Endo defeats Ura – Ura goes for some fine grab and tug sumo today, and it immediately puts Endo into a reactive mode. Even when Endo gets a left hand under Ura’s shoulder, he’s still very careful, knowing Ura just needs on stray body part to fling you out of the ring. But Endo finds an opening, and delivers a few well placed pushes to take Ura out. Both end the day 3-3, and join the burgeoning crowd that enter the middle weekend ready for the funnel.

Kiribayama defeats Kotonowaka – Kiribayama set up a left hand inside grip early, and never gave up that hold on Kotonowaka’s mawashi. The rest of the match was Kiribayama trying to consolidate his position, and Kotonowaka trying to break his hold. Kiribayama never did release his grasp, and took the match. Both end the day at 3-3, and the crowd who will enter the funnel this weekend grows.

Hoshoryu defeats Daieisho – Daieisho’s opening gambit falls completely flat, as Hoshoryu closes the distance before Daieisho can push him away. Now completely upright and with Hoshoryu at his chest, Daieisho cannot stop being run out and into the shimpan. Both end the day at 4-2.

Wakatakakage defeats Takayasu – Wakatakakage set up a right hand outside grip, and used that to keep Takayasu from generating any real offense. Likewise Wakatakakage could not really find any route to break Takayasu’s defense, and the two stalemated at the center of the dohyo. A quick move to the side by Wakatakakage got the leverage he was looking for, and he walked Takayasu out from the side for an okuridashi win. Wakatakakage joins the crowd at 3-3.

Takanosho defeats Shodai – Traditional Shodai sumo – crummy tachiai, body upright, weight on his heels. He let Takanosho run the match, and really had very little sumo to show today. I am not sure where the real Shodai is, but please do come back soon. Takanosho advances to 4-2.

Mitakeumi defeats Hokutofuji – This match was over at the tachiai, as Hotkutofuji swan dives into the dirt with a little help from a Mitakeumi uwatedashinage. Mitakeumi, with the best score among the Ozeki group, is now 3-3. Grim.

Abi defeats Takakeisho – Abi puts pressure into Takakeisho at the tachiai, then pulls away and down to immediately drop the Ozeki. Abi improves to 4-2, while Takakeisho joins team 3-3.

Tamawashi defeats Terunofuji – As mentioned in the preview, Tamawashi has a solid record of defeating Terunofuji, and can defeat anyone in sumo on the proper day. Terunofuji was never able to set his feet or arrest the rearward slide that came from Tamawashi’s opening combo. A quick three steps and the Yokozuna was out on the east side, and Tamawashi is 5-1, scoring a kinboshi in the process.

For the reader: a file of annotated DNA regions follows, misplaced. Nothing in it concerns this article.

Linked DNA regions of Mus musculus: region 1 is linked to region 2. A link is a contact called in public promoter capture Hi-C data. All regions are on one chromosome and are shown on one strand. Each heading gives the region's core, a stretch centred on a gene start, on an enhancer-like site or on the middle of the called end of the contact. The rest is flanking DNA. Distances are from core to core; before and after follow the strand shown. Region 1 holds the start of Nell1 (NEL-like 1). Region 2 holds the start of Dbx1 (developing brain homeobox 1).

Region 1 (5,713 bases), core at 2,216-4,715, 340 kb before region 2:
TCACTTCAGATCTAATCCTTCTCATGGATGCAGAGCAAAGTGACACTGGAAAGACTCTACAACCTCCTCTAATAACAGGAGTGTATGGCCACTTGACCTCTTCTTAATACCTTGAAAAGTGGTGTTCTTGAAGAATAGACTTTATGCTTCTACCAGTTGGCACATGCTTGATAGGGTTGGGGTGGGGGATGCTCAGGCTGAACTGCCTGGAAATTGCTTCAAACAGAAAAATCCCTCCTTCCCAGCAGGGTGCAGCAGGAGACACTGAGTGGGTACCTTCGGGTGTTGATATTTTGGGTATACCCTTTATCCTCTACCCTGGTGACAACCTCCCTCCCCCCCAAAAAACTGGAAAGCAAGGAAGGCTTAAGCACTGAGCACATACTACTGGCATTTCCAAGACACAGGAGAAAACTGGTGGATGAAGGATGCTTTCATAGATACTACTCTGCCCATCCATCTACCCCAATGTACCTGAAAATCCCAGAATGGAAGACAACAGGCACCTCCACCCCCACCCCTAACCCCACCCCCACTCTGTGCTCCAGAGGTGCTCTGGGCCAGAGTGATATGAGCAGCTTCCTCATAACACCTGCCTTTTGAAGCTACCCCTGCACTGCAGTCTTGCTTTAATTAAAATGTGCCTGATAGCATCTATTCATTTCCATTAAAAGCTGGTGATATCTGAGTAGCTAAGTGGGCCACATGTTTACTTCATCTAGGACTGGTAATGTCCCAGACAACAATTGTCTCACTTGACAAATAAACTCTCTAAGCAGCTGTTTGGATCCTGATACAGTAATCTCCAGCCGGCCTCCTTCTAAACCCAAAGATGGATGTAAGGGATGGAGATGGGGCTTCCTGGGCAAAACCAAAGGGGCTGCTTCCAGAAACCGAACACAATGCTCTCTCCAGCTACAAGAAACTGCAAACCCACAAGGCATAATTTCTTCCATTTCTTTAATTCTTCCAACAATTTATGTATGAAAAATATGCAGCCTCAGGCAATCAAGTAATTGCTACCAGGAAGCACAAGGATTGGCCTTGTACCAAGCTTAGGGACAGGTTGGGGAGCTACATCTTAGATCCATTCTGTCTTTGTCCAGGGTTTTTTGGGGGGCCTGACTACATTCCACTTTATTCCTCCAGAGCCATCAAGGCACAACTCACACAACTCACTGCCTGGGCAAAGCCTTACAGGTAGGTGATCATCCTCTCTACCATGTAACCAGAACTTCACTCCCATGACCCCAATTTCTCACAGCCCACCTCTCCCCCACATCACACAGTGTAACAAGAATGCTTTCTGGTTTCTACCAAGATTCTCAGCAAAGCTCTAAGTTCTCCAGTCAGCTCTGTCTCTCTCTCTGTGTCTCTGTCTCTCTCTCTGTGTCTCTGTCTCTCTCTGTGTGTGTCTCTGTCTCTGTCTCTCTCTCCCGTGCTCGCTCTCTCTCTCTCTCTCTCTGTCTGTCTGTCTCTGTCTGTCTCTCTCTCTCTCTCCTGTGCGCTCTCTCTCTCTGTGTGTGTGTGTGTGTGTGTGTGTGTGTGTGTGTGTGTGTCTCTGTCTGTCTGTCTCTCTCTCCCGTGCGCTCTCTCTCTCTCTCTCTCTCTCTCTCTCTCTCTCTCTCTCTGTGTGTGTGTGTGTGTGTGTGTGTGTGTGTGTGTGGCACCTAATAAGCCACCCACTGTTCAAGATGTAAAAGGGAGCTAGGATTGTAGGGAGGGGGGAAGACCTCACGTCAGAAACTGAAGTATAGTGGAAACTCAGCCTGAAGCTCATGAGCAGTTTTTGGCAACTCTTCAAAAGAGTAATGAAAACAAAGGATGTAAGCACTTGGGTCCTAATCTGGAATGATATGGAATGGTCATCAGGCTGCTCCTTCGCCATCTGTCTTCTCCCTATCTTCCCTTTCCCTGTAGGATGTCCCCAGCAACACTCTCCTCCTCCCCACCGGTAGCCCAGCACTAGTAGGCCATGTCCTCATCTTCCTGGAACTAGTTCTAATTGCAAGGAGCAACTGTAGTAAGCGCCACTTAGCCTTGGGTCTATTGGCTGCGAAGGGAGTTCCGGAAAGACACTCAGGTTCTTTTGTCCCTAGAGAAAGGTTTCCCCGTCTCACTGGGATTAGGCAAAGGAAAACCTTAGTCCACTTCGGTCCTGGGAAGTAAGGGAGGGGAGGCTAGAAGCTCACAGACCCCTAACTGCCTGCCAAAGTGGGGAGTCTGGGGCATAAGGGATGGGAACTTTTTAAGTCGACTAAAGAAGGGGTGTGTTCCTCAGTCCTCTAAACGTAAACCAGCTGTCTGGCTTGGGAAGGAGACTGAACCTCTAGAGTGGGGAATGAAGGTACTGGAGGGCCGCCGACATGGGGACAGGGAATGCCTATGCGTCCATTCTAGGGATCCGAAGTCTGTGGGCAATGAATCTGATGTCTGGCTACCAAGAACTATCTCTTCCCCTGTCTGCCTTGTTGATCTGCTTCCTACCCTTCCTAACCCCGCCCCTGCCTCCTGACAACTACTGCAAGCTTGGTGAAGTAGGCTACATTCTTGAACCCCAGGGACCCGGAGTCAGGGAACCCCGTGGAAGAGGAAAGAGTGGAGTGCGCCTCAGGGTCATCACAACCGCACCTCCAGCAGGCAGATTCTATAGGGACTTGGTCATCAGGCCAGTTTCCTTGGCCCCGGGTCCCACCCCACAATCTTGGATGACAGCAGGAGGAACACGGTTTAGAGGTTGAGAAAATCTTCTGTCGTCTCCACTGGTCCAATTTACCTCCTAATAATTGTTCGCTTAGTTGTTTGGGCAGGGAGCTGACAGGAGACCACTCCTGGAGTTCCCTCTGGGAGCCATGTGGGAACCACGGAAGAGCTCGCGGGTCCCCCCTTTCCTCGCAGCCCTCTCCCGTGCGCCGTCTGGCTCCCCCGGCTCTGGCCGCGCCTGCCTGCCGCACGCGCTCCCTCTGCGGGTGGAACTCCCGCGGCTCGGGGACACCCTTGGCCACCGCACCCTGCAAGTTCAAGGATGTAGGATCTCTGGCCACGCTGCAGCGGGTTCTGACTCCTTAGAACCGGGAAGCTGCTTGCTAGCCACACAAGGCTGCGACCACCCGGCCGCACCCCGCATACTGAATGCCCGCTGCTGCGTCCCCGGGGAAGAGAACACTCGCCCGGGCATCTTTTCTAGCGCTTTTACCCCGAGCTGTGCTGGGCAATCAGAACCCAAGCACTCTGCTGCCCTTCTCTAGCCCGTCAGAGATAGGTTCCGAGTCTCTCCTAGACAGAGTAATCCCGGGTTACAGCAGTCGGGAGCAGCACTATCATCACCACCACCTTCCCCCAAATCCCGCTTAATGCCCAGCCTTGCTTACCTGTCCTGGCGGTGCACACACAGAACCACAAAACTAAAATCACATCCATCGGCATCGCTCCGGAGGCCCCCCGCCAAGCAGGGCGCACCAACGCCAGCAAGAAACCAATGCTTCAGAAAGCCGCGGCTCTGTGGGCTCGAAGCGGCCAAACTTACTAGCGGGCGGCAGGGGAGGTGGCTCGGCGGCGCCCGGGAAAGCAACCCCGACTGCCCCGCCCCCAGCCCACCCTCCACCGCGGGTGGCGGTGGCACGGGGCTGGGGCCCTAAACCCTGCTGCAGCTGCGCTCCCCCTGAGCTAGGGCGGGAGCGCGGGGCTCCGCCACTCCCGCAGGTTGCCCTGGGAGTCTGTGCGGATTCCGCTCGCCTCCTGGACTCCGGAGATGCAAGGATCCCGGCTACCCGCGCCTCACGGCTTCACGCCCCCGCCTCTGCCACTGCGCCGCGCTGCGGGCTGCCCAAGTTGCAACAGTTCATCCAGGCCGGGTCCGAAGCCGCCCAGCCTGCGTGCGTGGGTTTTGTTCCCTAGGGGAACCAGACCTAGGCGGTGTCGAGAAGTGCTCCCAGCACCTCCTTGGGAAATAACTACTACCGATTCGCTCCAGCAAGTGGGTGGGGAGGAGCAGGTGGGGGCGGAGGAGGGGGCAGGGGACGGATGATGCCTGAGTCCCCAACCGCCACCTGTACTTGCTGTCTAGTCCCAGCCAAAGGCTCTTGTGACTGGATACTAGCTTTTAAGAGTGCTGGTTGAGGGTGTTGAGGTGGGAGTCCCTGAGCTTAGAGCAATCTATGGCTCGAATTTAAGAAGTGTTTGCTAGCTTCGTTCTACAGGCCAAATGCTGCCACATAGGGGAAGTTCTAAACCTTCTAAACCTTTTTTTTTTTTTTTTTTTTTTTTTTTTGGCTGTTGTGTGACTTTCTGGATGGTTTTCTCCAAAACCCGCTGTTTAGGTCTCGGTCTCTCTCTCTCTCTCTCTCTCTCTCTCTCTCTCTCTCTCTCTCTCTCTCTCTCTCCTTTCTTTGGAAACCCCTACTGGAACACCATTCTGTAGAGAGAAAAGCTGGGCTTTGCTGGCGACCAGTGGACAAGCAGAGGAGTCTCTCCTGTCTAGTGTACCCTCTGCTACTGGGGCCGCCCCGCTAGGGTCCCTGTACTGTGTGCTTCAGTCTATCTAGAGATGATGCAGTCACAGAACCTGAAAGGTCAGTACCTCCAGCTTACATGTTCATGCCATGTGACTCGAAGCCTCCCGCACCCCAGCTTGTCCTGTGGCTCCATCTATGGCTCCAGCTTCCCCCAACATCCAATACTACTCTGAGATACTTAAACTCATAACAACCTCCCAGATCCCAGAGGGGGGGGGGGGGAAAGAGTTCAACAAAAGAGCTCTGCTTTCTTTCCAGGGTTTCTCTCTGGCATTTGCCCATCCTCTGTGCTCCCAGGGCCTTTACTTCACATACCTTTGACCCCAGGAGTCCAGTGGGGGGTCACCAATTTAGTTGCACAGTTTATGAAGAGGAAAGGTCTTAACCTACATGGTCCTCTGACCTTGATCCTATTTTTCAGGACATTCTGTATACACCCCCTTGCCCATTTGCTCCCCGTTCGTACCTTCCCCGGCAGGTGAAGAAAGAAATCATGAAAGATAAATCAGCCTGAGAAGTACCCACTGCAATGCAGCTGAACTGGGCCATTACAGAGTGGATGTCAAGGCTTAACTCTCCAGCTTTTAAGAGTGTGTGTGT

6 thoughts on “Natsu Day 6 Highlights

  1. It’s sad to see that Meisei and Takarafuji have no power on display this basho. Both must be fighting hurt to be this ineffective at ranks where they should be notching winning records.

    I didn’t see Onosho fracture any ribs, but apparently that’s what had denied us a fun matchup between him and Tobizaru. And Kotonowaka lost again, but at least today it looked like he showed up ready to fight, unlike yesterday.

    Shodai also looked absent while physically present on Day 5, and that carried over to Day 6. He hung in a bit longer, at least, but had no initiative at all. I’m also beginning to think Hokutofuji is fighting hurt. His most powerful make-koshi in all of sumo is lacking oomph. Really, most of the upper echelon bouts today were lacking.

    Lastly, I have to highlight Wakatakakage vs. Takayasu, my favorite bout of the day. Great defense from the former Ozeki, but greater creativity from the current Sekiwake. That’s some sumo!

  2. For some amusement, check out Enho’s bout in Juryo, where he does a lovely flying henka – and gets caught in mid-air. Oops. “Kaisho wins by watashikomi.”

  3. There’s a very fine line between “traditional Shodai sumo” and the vaunted “Wall of Daikon.” Takanosho showed us the technique needed to prevent the former from morphing into the latter.

    Bruce, your comments suggest that “traditional Shodai sumo” is not “the real Shodai.” Can that be right?

    • Sadly at this moment, traditional Shodai sumo is uniformly crummy. I hope he changes that median soon.